How do high temperatures affect liquid deicers?
The science behind storing your liquids in the heat.
Most commercial liquid deicers are going to be formulated to be stable within the typical temperature ranges for their regular use. Are there ideal temperature ranges for liquid deicers? Is anything catastrophic going to happen if they are stored outside those temperature ranges? Temperatures can affects common liquid deicers.
High temperature range: Usually, what we are most concerned with regarding high temperature storage is the possibility of chemical decomposition. Molecules are in constant motion; they are always vibrating, they are always shaking, and temperature is really a measurement of how fast those molecules are moving. The higher the temperature of a substance, the faster those molecules are vibrating. You can imagine that as we raise the temperature of a material, their molecules start shaking more and more. At some point, they shake so hard that you can start breaking the molecule apart and atoms will start flying off all over the place.
How sensitive a chemical is to temperature is going to depend on how strongly put together it is. Molecules that have very strong connections between the atoms will be stable. On the other hand, we can have molecules that are relatively fragile, and if you start shaking them too much they will start breaking apart. It is going to vary from chemical to chemical. It turns out that the chemicals that we use for deicing are more or less stable to elevated temperatures.
When you think of our deicing products, they are inorganic salts, like sodium chloride, magnesium chloride, and the acetates. They are quite temperature stable. You could melt rock salt and it is not going to do anything. Magnesium chloride and calcium chloride, can start decomposing at a high enough temperature. Magnesium chloride, for example, will start forming an insoluble compound called magnesium oxychloride, but that is not going to start happening until you get above 450 degrees Fahrenheit. So that is not going to be an issue for any standard storage condition. Acetates will also decompose if they get hot enough, but, again, potassium acetate does not decompose until you get above about 558 degrees Fahrenheit.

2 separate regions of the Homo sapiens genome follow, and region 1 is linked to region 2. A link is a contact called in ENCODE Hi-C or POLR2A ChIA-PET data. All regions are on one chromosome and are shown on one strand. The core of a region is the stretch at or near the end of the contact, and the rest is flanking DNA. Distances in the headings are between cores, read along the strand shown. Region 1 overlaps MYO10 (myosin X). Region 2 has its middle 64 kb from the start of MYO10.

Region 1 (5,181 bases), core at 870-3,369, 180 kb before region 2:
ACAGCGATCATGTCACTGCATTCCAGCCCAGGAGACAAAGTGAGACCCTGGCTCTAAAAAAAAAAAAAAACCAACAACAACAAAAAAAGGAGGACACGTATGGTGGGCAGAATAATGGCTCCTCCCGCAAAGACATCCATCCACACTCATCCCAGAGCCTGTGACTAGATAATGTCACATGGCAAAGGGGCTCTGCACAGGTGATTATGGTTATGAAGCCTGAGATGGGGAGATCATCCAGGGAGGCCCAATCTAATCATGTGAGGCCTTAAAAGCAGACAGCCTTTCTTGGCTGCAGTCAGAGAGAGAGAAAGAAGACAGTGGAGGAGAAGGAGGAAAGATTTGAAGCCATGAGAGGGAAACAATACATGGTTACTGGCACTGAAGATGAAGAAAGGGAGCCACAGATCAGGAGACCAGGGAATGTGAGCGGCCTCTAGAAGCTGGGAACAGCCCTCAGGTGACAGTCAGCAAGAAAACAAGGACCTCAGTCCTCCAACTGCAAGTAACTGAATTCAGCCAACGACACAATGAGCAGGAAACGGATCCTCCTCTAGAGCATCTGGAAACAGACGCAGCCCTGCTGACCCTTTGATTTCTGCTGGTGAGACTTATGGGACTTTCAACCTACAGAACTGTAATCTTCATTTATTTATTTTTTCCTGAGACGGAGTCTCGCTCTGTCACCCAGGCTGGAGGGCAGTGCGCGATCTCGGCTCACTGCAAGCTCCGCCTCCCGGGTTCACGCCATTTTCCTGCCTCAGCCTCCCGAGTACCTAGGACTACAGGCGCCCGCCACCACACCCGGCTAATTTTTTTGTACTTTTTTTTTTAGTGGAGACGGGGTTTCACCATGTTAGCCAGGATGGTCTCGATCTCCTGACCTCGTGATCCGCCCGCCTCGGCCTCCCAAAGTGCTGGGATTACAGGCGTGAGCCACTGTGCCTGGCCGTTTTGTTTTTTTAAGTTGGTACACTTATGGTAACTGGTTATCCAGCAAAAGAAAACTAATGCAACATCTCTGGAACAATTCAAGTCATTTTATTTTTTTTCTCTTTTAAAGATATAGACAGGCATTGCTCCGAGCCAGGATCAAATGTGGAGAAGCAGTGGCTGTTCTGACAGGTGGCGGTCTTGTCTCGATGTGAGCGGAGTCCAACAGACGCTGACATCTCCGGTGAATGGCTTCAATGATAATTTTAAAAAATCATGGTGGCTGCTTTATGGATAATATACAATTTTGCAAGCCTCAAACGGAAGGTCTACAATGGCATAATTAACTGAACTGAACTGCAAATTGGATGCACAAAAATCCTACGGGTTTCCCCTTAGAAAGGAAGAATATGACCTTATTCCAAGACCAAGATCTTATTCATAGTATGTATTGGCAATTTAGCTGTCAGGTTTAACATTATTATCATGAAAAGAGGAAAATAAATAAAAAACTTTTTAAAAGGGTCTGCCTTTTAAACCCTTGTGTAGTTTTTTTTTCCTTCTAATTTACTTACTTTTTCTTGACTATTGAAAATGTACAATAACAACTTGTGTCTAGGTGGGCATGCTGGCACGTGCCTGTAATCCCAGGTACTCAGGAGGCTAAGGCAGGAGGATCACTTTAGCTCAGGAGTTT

Organic additives usually come in the form of organic compounds and they tend to be somewhat more temperature sensitive than the simple inorganic salts. The most common additives in organic deicing liquids are simple carbohydrates. If you get them hot enough they will start to breakdown, but simple carbohydrates don’t start decomposing until you get above about 290 degrees Fahrenheit. There is the small possibility of indirect decomposition, say through microbiological growth or mold growth in organic liquids. There was probably more of an issue in the earlier generations of these products than in current products, so it is something you can ask the manufacturer about if you want to get more information.
If you look at the directions or the technical data sheets on liquid deicers, it will usually recommend that they be stored at cool temperatures, and that is always a good idea just to avoid or minimize the risk of any temperature-induced decomposition. High temperature storage is not something we are especially worried about with liquid deicers.